Civil War Nurses for the Union I

Nurses Who Served the Union Army Thousands of women served as volunteer nurses during the Civil War. At the beginning of the war, nurses were merely volunteers who showed up at military hospitals. However, Union officials soon saw the need for an organized nursing corps, and they appointed Dorothea Dix Superintendent of Women Nurses for the Union Army in June 1861. Image: Alice Farmer Risley receiving a kiss from a veteran (1936) Alice Farmer Risley Alice Farmer was born in Wilmington, Ohio on November 1, 1847. In fall 1859, the family relocated to New Iberia in the Bayou Teche region of Louisiana, where her father was a basket maker. As Unionists, the Farmers were not well accepted after the Civil…

Read Article

Smith Sisters and Their Cows

Suffragists and Women’s Rights Activists Julia Evelina Smith and Abby Hadassah Smith grew up on a wealthy estate in Glastonbury, Connecticut called Kimberly Farm. In their later years, the sisters refused to pay their exhorbitant property taxes until they were granted the right to vote in town meetings. Several of their cows were seized to pay overdue charges. Image: Kimberly Mansion 1625 Main Street Glastonbury, Connecticut Early Years Abigail Hadassah Smith (1797-1878) and Julia Evelina Smith (1792–1886) were the two youngest of a large family of women born to Hannah Hadassah (Hickok) Smith and Zephaniah Smith, a Congregational minister and lawyer. The sisters spent their entire lives at Kimberly Mansion, the Smith home at 1625 Main Street in Glastonbury, Connecticut.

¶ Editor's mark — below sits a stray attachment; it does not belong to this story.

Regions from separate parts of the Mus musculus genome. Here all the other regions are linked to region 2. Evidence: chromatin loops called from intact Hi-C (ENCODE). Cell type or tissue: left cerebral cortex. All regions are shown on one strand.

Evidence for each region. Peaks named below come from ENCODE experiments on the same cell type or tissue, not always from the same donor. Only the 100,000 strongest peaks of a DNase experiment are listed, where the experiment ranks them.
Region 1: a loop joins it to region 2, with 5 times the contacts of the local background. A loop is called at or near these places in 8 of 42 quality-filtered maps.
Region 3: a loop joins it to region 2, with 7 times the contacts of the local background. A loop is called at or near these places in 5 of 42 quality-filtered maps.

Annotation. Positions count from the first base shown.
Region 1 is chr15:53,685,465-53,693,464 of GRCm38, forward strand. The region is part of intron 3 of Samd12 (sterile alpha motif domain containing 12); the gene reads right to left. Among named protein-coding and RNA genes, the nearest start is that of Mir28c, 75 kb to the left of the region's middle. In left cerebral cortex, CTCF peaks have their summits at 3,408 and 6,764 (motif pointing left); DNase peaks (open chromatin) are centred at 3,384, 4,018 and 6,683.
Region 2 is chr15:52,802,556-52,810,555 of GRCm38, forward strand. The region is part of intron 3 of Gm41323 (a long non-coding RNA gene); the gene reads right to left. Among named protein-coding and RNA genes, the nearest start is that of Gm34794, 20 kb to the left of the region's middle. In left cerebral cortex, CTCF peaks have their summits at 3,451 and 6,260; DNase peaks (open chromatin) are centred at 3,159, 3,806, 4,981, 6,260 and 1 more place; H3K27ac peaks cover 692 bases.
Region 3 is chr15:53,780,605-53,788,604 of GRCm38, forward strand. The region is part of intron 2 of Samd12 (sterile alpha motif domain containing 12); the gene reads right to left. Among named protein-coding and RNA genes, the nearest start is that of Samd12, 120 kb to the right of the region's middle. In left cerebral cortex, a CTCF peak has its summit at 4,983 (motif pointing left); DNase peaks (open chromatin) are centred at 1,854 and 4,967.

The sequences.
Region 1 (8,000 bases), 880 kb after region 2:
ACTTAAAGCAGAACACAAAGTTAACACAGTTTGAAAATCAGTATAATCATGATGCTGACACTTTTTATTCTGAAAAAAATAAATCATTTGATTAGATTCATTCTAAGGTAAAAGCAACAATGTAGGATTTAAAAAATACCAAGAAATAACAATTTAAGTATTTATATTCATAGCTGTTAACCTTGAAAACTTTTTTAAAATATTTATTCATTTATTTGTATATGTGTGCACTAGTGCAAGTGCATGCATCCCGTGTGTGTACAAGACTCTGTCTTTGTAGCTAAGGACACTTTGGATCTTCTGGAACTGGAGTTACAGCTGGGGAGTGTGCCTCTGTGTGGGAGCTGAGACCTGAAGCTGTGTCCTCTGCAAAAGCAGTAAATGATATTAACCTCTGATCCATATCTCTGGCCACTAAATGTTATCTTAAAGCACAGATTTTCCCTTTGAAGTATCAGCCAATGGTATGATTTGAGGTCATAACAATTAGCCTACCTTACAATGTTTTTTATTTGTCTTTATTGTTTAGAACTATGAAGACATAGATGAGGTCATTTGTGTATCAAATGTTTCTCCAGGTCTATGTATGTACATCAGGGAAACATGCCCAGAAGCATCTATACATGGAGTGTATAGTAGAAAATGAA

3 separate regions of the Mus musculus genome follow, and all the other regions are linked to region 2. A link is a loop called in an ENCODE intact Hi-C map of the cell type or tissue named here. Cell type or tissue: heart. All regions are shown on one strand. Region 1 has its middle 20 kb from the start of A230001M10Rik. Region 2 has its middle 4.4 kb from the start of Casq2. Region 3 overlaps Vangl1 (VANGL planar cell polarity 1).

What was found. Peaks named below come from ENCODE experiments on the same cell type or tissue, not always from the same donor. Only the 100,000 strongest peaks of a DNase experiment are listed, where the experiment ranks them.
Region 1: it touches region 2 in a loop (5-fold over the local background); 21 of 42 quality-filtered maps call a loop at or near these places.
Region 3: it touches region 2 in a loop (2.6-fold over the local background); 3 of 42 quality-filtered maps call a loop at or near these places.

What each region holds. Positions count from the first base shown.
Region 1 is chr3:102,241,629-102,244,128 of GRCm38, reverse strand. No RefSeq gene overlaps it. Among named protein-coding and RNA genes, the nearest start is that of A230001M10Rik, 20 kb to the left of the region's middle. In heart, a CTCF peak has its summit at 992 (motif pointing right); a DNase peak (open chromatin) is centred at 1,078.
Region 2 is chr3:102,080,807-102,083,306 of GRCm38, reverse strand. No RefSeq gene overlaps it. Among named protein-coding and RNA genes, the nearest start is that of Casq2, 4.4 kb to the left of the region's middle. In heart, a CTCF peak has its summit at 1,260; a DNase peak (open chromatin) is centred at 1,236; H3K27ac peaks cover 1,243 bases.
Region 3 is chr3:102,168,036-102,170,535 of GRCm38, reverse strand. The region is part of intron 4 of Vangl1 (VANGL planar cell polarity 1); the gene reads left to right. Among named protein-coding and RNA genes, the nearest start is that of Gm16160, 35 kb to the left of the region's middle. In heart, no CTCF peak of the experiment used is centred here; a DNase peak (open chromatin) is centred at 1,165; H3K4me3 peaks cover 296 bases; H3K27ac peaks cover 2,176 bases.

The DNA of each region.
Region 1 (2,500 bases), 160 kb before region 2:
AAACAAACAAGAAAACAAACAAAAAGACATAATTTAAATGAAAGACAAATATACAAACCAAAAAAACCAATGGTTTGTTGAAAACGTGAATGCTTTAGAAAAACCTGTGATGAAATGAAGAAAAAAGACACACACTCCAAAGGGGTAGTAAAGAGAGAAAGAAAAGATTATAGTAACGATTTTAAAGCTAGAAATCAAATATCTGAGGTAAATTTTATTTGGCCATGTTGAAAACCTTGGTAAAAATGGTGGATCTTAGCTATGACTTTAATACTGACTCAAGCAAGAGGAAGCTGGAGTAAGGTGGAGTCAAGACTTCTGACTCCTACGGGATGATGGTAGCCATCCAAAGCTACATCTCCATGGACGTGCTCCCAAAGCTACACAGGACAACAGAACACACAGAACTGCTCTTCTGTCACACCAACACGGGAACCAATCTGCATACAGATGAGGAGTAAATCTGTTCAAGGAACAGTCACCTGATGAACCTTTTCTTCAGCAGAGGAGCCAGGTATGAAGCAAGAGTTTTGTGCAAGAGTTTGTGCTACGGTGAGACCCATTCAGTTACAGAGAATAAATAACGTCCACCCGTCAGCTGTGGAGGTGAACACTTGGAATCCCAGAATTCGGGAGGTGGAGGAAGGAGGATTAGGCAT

Civil War Hospitals in Alexandria